Permits for new home construction are down by over 17% year over year, as are new home starts. I predict that builders will pull back further in 2023, with new starts coming in at a level we haven’t seen since before the pandemic.
Builders will start seeing some easing in the supply chain issues that hit them hard over the past two years, but development costs will still be high. Trying to balance homebuilding costs with what a consumer can pay (given higher mortgage rates) will likely lead builders to slow activity. This will actually support the resale market, as fewer new homes will increase the demand for existing homes.
Markets where home price growth rose the fastest in recent years are expected to experience a disproportionate swing to the downside. For example, markets in areas that had an influx of remote workers, who flocked to cheaper housing during the pandemic, will likely see prices fall by a greater percentage than other parts of the country. That said, even those markets will start to see prices stabilize by the end of 2023 and resume a more reasonable pace of price growth.
In most markets, home prices will not increase in 2023, but any price drop will not be enough to make housing more affordable. And with mortgage rates remaining higher than they’ve been in over a decade, affordability will continue to be a problem in the coming year, which is a concerning outlook for first-time buyers.
Over the past two years, many renters have had aspirations of buying but the timing wasn’t quite right for them. With both prices and mortgage rates spiraling upward in 2022, it’s likely that many renters are now in a situation where the dream of homeownership has gone. That’s not to say they will never be able to buy a home, just that they may have to wait a lot longer than they had hoped.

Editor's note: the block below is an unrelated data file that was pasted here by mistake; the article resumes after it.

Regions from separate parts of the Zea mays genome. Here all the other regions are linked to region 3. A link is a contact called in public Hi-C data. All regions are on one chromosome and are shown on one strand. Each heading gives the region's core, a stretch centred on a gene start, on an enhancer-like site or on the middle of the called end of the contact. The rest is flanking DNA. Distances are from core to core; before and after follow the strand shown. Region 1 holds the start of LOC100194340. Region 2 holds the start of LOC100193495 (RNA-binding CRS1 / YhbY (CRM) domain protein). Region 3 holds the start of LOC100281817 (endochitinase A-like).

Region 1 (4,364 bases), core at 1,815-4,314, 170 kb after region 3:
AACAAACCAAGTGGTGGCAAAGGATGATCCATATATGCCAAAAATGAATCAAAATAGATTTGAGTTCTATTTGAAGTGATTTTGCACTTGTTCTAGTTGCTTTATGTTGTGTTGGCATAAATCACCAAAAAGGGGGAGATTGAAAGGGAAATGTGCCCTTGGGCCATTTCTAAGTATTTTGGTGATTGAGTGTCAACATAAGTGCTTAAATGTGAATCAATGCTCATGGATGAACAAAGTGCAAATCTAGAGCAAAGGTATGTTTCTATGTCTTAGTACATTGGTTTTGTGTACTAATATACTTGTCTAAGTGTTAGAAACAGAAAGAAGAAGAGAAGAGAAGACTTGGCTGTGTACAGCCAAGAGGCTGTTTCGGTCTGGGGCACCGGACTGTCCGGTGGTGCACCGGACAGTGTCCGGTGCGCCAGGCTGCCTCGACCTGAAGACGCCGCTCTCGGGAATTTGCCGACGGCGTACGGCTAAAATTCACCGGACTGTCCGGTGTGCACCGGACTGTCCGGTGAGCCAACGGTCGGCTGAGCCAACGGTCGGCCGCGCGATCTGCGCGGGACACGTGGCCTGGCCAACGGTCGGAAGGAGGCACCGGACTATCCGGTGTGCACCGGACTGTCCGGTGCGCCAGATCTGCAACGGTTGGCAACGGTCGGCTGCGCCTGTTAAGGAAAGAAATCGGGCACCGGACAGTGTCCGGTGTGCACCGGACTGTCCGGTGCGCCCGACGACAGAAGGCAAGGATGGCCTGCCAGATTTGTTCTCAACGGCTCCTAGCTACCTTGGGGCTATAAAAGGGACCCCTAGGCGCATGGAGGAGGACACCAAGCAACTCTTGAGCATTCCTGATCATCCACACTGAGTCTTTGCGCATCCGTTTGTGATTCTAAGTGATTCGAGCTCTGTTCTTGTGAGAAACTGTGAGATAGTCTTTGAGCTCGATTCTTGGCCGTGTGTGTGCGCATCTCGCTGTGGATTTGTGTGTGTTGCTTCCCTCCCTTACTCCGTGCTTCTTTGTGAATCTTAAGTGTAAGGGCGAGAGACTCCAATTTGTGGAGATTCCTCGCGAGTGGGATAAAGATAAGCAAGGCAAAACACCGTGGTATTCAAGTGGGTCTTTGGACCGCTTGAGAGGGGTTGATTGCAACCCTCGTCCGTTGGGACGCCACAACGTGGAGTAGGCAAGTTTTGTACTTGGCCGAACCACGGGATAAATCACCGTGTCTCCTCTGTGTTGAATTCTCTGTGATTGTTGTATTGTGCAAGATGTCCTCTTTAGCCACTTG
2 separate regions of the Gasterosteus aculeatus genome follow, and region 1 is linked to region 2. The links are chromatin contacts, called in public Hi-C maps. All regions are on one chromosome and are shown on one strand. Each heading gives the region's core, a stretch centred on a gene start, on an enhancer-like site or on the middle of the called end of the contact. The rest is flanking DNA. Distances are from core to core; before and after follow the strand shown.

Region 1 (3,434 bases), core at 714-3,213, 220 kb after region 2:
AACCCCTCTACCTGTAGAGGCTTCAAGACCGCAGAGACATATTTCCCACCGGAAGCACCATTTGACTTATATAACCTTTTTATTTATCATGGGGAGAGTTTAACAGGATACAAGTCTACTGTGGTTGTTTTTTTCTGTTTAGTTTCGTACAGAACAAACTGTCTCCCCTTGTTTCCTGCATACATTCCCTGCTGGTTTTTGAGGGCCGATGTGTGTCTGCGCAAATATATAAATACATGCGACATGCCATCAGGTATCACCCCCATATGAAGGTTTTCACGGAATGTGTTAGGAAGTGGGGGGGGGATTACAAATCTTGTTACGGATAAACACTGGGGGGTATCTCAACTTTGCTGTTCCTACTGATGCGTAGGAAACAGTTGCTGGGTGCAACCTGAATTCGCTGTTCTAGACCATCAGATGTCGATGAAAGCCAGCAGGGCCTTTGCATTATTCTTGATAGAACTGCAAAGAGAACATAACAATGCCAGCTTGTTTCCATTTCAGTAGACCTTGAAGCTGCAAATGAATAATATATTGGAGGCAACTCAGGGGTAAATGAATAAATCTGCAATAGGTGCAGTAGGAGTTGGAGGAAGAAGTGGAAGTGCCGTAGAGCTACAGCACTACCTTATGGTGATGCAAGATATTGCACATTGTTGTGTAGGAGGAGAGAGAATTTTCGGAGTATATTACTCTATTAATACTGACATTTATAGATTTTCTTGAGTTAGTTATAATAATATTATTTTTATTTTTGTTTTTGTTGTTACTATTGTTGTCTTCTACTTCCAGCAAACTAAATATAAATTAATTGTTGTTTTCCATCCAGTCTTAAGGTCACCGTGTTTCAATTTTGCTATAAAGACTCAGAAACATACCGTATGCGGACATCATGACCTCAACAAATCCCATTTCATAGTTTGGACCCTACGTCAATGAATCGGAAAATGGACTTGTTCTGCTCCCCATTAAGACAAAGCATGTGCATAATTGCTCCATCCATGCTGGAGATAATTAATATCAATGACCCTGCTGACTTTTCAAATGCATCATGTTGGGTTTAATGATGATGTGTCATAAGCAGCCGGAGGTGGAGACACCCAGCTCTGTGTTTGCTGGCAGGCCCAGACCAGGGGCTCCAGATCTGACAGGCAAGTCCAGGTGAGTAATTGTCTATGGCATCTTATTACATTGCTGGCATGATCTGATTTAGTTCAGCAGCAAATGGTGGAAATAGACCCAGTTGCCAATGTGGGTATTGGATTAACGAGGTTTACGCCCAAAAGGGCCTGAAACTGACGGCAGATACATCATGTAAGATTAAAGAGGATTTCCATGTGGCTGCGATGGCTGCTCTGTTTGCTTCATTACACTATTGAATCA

Over the past two years, the market has risen to such an extent that it has priced out millions of potential home buyers. With a wave of demand coming from Millennials and Gen Z, the pace of housing production must increase significantly, but many markets simply don’t have enough land to build on. This is why I expect more cities, counties, and states to start adjusting their land use policies to free up more land for housing.
But it’s not just land supply that can help. Elected officials can assist housing developers by utilizing Tax Increment Financing tools, whereby the government reimburses a private developer as incremental taxes are generated from housing development. There are many tools like this at the government’s disposal to help boost housing supply, and I sincerely hope that they start to take this critical issue more seriously.
As Chief Economist for Windermere Real Estate, Matthew Gardner is responsible for analyzing and interpreting economic data and its impact on the real estate market on both a local and national level. Matthew has over 30 years of professional experience both in the U.S. and U.K.
In addition to his day-to-day responsibilities, Matthew sits on the Washington State Governors Council of Economic Advisors; chairs the Board of Trustees at the Washington Center for Real Estate Research at the University of Washington; and is an Advisory Board Member at the Runstad Center for Real Estate Studies at the University of Washington where he also lectures in real estate economics.